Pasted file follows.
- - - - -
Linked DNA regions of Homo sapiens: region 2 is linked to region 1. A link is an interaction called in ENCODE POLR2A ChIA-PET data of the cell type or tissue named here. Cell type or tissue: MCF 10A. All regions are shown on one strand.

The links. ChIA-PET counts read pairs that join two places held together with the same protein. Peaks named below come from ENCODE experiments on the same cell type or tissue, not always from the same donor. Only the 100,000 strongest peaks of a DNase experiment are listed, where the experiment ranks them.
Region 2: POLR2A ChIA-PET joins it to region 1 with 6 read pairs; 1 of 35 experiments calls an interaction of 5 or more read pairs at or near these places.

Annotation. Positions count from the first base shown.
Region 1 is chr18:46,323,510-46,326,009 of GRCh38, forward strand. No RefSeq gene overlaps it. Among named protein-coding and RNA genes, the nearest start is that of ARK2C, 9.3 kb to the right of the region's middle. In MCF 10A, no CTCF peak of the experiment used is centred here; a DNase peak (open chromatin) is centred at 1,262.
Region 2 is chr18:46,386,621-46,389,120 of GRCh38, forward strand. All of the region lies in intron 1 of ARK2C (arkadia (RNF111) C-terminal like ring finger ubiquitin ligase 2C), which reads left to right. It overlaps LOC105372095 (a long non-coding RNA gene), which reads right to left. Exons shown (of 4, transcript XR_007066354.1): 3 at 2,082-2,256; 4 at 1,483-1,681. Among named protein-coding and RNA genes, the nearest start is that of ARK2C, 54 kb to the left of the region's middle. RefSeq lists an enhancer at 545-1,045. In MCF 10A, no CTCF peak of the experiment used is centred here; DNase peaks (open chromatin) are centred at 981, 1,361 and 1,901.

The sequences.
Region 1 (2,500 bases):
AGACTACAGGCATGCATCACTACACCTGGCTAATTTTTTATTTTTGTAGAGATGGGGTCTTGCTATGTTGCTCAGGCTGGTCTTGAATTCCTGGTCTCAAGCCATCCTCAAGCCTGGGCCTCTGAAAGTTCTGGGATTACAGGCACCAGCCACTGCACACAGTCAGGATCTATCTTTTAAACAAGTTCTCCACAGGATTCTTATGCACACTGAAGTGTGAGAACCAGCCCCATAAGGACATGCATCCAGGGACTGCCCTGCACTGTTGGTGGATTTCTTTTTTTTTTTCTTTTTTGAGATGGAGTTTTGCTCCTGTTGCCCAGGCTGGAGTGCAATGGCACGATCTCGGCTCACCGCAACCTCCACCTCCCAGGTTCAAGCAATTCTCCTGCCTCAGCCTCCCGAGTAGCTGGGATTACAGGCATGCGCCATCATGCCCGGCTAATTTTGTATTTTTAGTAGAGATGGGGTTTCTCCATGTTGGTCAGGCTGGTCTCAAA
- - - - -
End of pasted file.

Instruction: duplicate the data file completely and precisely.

Linked DNA regions of Homo sapiens: region 2 is linked to region 1. A link is an interaction called in ENCODE POLR2A ChIA-PET data of the cell type or tissue named here. Cell type or tissue: MCF 10A. All regions are shown on one strand.

The links. ChIA-PET counts read pairs that join two places held together with the same protein. Peaks named below come from ENCODE experiments on the same cell type or tissue, not always from the same donor. Only the 100,000 strongest peaks of a DNase experiment are listed, where the experiment ranks them.
Region 2: POLR2A ChIA-PET joins it to region 1 with 6 read pairs; 1 of 35 experiments calls an interaction of 5 or more read pairs at or near these places.

Annotation. Positions count from the first base shown.
Region 1 is chr18:46,323,510-46,326,009 of GRCh38, forward strand. No RefSeq gene overlaps it. Among named protein-coding and RNA genes, the nearest start is that of ARK2C, 9.3 kb to the right of the region's middle. In MCF 10A, no CTCF peak of the experiment used is centred here; a DNase peak (open chromatin) is centred at 1,262.
Region 2 is chr18:46,386,621-46,389,120 of GRCh38, forward strand. All of the region lies in intron 1 of ARK2C (arkadia (RNF111) C-terminal like ring finger ubiquitin ligase 2C), which reads left to right. It overlaps LOC105372095 (a long non-coding RNA gene), which reads right to left. Exons shown (of 4, transcript XR_007066354.1): 3 at 2,082-2,256; 4 at 1,483-1,681. Among named protein-coding and RNA genes, the nearest start is that of ARK2C, 54 kb to the left of the region's middle. RefSeq lists an enhancer at 545-1,045. In MCF 10A, no CTCF peak of the experiment used is centred here; DNase peaks (open chromatin) are centred at 981, 1,361 and 1,901.

The sequences.
Region 1 (2,500 bases):
AGACTACAGGCATGCATCACTACACCTGGCTAATTTTTTATTTTTGTAGAGATGGGGTCTTGCTATGTTGCTCAGGCTGGTCTTGAATTCCTGGTCTCAAGCCATCCTCAAGCCTGGGCCTCTGAAAGTTCTGGGATTACAGGCACCAGCCACTGCACACAGTCAGGATCTATCTTTTAAACAAGTTCTCCACAGGATTCTTATGCACACTGAAGTGTGAGAACCAGCCCCATAAGGACATGCATCCAGGGACTGCCCTGCACTGTTGGTGGATTTCTTTTTTTTTTTCTTTTTTGAGATGGAGTTTTGCTCCTGTTGCCCAGGCTGGAGTGCAATGGCACGATCTCGGCTCACCGCAACCTCCACCTCCCAGGTTCAAGCAATTCTCCTGCCTCAGCCTCCCGAGTAGCTGGGATTACAGGCATGCGCCATCATGCCCGGCTAATTTTGTATTTTTAGTAGAGATGGGGTTTCTCCATGTTGGTCAGGCTGGTCTCAAA